Given this blog’s been going for nearly 8 years, it’s not surprising that issues continue to return. This question involves taking photos at an emergency scene. I’ll answer the question briefly but refer to earlier posts for more details and legal references.
My correspondent is from NSW who responded to a motor vehicle accident with persons trapped. My correspondent asks about:
… service operators taking photos of the scene. Service operators I define as Police, Fire, Ambulance, SES, VRA etc.
The other day we were called to a MVA persons trapped. A photograph was taken of the overall scene showing the overturned vehicle’s roof an SES vehicle and police rescue truck, no distinguishing features of any of the members present or anything relating to the victim or number plates etc.
- Is there a law not permitting this?
- Can this photo be published?
- Can a phone and the image be subpoenaed (taken) by police on request?
The short answers are:
- No, there is no law that says this action is ‘not permitted’. There may be internal agency policy on the matter. Note in this context the photographic policy in Appendix B to the NSW State Rescue Policy. That policy says, inter alia “All photographic images taken at a rescue incident are considered to be the property of the NSW Police Force in the first instance.” It doesn’t say who considers the photo to be the property of the police, but it’s clearly not an accurate statement of the law (see the posts referred to below).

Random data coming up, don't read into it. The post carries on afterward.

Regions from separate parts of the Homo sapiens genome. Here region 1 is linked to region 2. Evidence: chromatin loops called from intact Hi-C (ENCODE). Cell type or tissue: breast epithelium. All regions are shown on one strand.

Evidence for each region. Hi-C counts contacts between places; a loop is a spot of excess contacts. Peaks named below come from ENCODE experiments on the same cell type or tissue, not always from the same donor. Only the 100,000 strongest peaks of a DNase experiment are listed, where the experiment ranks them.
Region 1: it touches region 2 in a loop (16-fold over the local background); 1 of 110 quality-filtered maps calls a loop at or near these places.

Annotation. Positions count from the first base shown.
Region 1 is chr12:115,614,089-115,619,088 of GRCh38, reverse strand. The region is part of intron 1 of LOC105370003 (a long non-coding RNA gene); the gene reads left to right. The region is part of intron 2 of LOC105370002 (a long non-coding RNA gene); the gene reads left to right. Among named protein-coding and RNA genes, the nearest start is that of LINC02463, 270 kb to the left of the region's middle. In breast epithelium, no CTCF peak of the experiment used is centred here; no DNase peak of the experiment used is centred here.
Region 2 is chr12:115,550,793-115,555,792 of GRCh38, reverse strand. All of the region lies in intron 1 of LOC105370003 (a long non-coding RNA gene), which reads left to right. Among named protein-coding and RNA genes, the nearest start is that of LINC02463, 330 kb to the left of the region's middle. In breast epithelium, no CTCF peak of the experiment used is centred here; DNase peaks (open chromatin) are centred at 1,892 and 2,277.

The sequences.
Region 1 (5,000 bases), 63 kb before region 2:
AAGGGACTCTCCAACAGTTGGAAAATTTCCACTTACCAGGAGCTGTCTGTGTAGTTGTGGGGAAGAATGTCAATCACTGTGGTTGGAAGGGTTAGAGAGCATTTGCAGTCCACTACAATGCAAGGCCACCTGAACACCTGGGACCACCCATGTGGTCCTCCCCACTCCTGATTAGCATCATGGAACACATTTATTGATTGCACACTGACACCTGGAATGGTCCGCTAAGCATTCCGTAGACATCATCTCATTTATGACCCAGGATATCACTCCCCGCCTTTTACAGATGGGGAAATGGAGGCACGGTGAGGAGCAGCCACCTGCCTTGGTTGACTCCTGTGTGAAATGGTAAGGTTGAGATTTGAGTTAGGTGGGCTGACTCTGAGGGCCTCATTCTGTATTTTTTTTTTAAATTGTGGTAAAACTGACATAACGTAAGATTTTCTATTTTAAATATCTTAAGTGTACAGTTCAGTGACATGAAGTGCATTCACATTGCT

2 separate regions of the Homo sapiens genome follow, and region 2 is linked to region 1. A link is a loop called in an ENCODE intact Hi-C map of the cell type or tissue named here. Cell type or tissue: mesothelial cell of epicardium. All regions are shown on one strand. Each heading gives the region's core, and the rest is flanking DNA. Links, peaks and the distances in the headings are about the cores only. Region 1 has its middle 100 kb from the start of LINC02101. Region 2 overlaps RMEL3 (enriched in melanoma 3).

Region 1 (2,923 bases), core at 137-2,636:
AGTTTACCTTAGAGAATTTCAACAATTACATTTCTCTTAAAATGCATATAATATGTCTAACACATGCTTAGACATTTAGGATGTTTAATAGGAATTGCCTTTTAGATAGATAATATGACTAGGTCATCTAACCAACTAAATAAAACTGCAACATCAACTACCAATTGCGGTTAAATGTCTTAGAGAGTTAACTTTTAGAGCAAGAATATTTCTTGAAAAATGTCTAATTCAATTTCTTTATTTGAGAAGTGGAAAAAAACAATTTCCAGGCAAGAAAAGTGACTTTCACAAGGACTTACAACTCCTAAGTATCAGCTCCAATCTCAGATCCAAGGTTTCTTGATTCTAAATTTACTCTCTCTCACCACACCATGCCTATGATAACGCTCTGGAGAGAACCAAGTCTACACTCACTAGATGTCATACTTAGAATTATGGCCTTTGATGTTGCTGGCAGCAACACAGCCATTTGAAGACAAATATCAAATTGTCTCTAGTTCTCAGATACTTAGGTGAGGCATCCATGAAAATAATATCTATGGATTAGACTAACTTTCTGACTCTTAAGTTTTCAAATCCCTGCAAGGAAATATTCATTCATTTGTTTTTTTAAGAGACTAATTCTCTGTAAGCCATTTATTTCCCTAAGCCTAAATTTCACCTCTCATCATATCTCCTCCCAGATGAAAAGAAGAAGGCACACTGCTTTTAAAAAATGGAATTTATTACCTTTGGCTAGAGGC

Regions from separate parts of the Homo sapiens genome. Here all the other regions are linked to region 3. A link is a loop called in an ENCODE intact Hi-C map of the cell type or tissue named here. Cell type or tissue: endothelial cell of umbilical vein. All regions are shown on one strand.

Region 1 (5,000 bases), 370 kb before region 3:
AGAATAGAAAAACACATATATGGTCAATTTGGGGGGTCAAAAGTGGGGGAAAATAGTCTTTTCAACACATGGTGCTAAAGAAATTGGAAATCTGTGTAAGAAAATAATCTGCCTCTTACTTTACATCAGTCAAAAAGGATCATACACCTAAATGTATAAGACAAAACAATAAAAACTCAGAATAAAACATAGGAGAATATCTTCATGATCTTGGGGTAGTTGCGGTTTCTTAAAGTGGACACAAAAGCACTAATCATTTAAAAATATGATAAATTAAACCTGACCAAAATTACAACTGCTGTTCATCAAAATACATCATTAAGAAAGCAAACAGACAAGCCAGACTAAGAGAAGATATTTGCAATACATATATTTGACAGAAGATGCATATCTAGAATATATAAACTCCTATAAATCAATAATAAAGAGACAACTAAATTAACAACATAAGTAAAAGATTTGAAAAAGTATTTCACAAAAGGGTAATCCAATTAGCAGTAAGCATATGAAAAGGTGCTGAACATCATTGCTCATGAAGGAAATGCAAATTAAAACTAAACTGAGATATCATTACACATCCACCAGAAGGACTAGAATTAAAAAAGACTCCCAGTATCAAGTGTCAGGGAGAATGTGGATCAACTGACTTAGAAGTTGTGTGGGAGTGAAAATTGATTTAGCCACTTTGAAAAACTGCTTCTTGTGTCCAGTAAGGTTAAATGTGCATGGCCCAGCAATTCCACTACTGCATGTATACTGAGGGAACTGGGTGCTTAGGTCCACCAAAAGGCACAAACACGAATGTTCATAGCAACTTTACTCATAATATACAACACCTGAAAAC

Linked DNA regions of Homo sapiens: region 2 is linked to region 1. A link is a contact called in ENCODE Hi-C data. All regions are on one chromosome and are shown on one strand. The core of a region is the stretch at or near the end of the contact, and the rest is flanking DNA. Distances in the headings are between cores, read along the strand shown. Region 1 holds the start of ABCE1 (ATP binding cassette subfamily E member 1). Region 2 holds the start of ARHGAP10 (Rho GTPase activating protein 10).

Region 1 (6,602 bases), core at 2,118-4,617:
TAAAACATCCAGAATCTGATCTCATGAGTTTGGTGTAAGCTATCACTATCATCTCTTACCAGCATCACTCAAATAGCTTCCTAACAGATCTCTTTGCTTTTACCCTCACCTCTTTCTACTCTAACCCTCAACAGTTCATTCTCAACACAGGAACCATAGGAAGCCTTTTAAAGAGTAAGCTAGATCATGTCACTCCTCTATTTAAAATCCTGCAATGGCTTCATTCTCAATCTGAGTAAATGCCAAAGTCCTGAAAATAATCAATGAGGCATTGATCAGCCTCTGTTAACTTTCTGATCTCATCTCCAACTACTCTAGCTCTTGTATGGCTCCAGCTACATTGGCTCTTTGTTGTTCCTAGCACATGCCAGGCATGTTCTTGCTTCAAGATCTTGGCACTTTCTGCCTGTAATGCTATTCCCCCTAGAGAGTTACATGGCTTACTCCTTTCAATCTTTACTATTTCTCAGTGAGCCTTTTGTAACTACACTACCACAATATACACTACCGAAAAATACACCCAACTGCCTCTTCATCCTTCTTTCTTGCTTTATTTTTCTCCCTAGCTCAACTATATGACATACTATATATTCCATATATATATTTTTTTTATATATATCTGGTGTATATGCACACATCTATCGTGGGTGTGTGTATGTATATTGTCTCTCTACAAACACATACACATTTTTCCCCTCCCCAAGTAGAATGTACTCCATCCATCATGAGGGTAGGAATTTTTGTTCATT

- Yes, the photo can be published – again there may be internal policy issues and there could be issues about who owns the photo so if it was taken by a media officer for the purposes of the agency the photo will be owned by the agency, not the photographer (for details of ownership, see, in particular, Taking Photos Whilst On Duty with the NSW RFS – Amended (October 26, 2013)). Putting those issues aside, as a general rule, the owner of the photo can do what they like with it.
- A subpoena is a court order directed to a witness requiring them to attend court and give evidence or produce a document. If there are court proceedings the police or Crown (depending on the nature of the offence) could subpoena the person who took the photo and require them to attend court and produce it. If court proceedings have not commenced, eg the matter is still being investigated, then the police can of course ask for the photo but there’s no obligation to hand it over unless they have a relevant search warrant. Police cannot seize the camera or the photo unless that is required to secure the evidence as a matter of urgency (Law Enforcement (Powers and Responsibilities) Act 2002 (NSW) s 95 ‘Crime Scene Powers’) or the photographer has been arrested (Law Enforcement (Powers and Responsibilities) Act 2002 (NSW) s 27 ‘Power to carry out search on arrest’).
For more details, see:
- FEBRUARY 2, 2016 – BYSTANDERS PHOTOGRAPHING AN EMERGENCY
- SEPTEMBER 25, 2015 – POSTING PHOTOS ON SOCIAL MEDIA AS A COMMUNITY WARNING (VICTORIA)
- FEBRUARY 23, 2015 – TAKING PHOTOS, RECORDING SOUND
- JANUARY 9, 2015 – TAKING PHOTOS ON THE FIREGROUND IN SOUTH AUSTRALIA
- OCTOBER 26, 2013 – TAKING PHOTOS WHILST ON DUTY WITH THE NSW RFS – AMENDED
- AUGUST 24, 2012 – US LEGISLATION ON TAKING PHOTOS AT EMERGENCY SCENES
- AUGUST 6, 2011 – THE USE OF PHOTOS TAKEN AT ACCIDENT AND EMERGENCY SCENES